This is straightforward. Society runs on energy and money. Given a choice between something which costs 3 cents per kWh (LCOE) and something which costs 15 cents, pretty much everything will favour the 3 cents option. (This is why it’s perplexing that the UK conservatives are still pushing for the Hinkley nuclear choice, which costs 15 cents USD per kWh.)
The least expensive forms of new generation today in strict market terms are wind, solar, and methane generation.
Low Negative Externalities
A negative externality is a cost of something which is not included in the dollars paid for it. With fossil fuel electrical generation, negative externalities include CO2 emissions and methane leaks which cause global warming, particulate matter and nitrous oxides emissions which impact lung health, and sulphur oxide emissions which kill trees and lakes. With wind energy, they make a little bit of noise, which some people who live close to them find annoying part of the time. With solar energy, there’s some mining and manufacturing pollution. Hydroelectricity in desert areas or the far north or south can be very low carbon, but may impact fish stocks or require population dislocation.
Negative externalities are dealt with by finding ways to include them in the cost of the product through regulation requiring that they eliminate the negative externality (e.g., sulphur scrubbers and low-sulphur coal for coal plants), or through market mechanisms which burden the cost of the externality and let people figure out how to deal with it (e.g., carbon pricing). In both cases, the cost of the negative externality needs to get added to cost of the form of generation so that market mechanisms can do their job, but in both cases, regulation is required in order to have that happen.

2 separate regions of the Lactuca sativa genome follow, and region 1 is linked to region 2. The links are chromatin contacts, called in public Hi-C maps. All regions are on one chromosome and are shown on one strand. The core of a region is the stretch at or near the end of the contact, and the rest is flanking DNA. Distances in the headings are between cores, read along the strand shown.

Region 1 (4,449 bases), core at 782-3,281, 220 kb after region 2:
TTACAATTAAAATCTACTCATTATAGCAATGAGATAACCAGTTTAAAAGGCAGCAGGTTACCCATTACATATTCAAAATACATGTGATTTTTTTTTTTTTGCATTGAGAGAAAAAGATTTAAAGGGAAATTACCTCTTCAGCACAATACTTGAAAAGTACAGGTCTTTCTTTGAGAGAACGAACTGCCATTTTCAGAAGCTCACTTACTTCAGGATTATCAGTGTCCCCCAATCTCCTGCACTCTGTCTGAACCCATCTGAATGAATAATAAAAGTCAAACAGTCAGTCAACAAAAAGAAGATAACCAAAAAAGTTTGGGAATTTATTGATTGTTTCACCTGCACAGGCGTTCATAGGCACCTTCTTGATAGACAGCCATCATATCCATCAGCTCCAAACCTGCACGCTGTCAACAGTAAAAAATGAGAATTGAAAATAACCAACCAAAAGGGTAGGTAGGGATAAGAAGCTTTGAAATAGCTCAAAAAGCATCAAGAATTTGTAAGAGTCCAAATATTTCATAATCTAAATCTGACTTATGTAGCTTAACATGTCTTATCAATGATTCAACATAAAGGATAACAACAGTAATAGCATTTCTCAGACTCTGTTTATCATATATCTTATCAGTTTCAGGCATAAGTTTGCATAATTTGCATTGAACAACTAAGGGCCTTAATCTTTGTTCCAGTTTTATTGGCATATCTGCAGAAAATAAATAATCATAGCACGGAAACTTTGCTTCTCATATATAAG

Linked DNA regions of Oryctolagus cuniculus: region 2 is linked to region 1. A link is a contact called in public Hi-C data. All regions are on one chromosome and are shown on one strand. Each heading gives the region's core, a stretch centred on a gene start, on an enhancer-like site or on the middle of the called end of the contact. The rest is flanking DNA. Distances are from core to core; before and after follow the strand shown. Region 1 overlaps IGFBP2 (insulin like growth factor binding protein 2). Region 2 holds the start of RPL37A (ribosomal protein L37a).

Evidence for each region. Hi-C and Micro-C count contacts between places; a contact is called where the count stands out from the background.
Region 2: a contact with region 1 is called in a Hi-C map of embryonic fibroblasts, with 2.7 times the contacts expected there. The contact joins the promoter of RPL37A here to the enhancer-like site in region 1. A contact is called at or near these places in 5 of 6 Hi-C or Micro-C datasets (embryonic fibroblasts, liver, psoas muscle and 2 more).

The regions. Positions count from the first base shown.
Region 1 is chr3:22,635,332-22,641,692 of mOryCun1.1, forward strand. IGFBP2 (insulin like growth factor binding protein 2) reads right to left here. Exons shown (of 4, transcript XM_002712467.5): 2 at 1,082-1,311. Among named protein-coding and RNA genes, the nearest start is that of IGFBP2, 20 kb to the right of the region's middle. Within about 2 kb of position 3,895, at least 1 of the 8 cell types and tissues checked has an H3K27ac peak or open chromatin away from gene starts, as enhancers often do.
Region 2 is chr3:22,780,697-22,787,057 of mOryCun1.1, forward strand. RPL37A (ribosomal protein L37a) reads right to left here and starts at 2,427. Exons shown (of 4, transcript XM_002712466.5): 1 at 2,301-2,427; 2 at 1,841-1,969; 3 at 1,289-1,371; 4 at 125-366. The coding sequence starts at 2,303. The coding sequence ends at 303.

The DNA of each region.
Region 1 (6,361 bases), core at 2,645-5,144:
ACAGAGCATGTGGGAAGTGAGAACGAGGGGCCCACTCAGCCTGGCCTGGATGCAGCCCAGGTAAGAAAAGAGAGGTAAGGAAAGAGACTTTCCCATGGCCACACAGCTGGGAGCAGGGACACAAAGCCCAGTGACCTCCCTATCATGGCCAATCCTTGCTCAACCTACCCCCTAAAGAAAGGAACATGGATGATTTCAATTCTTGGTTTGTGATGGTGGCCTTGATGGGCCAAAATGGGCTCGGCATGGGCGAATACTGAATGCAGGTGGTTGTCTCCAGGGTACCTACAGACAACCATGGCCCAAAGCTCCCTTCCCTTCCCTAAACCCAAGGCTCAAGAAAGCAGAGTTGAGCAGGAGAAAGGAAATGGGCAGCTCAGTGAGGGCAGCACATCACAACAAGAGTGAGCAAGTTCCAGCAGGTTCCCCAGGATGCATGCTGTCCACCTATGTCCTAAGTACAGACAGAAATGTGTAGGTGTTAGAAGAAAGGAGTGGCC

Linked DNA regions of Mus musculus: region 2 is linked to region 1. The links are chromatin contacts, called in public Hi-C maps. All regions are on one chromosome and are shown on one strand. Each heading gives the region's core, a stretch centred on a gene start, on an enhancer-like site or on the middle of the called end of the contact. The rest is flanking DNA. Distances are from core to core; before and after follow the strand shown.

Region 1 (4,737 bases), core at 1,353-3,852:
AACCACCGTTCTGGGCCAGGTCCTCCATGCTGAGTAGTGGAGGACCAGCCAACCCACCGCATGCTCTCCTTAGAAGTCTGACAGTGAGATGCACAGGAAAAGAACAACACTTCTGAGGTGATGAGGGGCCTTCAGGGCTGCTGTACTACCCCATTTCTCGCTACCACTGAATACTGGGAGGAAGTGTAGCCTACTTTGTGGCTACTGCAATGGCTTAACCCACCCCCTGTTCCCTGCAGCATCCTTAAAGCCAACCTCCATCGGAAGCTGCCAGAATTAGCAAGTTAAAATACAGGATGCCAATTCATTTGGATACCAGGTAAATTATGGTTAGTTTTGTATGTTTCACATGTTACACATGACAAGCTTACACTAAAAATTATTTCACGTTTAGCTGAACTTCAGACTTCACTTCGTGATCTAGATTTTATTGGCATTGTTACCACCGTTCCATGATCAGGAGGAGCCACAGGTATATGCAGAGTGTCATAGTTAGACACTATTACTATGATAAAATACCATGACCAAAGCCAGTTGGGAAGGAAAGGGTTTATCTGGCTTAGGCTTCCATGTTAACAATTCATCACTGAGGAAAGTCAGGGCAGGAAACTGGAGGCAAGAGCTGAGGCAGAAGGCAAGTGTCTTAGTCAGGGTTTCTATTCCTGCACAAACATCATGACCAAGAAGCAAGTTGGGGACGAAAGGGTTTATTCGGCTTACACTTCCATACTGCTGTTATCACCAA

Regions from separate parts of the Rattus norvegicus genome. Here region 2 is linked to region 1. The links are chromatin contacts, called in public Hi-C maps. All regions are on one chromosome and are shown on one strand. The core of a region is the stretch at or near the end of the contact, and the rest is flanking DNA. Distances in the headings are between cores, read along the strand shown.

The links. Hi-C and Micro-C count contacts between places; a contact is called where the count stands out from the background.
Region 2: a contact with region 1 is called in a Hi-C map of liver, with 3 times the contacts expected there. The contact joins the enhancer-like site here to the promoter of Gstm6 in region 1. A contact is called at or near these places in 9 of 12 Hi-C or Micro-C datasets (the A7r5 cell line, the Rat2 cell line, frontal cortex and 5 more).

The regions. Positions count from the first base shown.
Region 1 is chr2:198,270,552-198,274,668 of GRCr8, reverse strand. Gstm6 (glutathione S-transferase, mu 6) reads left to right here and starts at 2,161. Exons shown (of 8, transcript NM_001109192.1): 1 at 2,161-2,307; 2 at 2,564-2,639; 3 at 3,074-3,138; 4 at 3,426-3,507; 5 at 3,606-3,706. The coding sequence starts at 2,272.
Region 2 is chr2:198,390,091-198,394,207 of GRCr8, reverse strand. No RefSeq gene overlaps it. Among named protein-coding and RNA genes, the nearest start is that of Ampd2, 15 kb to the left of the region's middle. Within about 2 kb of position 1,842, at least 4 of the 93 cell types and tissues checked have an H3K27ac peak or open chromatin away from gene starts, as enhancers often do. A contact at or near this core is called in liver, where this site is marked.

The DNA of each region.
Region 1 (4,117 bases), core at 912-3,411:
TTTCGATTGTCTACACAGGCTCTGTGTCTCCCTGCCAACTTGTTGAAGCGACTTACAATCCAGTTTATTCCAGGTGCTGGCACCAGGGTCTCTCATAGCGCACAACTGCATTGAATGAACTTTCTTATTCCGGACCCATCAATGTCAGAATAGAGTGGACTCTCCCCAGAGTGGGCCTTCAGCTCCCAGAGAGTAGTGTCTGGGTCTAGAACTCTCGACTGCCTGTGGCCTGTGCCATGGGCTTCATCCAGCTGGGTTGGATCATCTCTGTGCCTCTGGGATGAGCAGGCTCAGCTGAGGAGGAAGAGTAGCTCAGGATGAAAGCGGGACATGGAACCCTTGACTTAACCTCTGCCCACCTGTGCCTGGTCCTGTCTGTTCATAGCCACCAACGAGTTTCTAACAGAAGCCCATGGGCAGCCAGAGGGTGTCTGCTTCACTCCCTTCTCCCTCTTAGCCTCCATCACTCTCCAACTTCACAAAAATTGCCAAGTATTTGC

The best forms of generation today in this respect emit no CO2, particulate matter, NOx, hydrocarbons, or SOx during operation (e.g., wind, solar, geothermal, tidal, and nuclear). Large-scale carbon capture and sequestration has proven to be an economically non-viable pipe dream, as basic analysis of the underlying physics and economics made clear to dispassionate observers long ago, so fossil fuel generation will never be carbon neutral at any reasonable costs.
The best forms of generation today for negative externalities are wind, solar, tidal, and nuclear.
The wind doesn’t blow equally everywhere, but can be harvested in every country in the world economically. The sun doesn’t shine as strongly in Alaska as in Florida (or in Germany as in most of the US, despite what some people say), but is a viable resource in most countries of the world.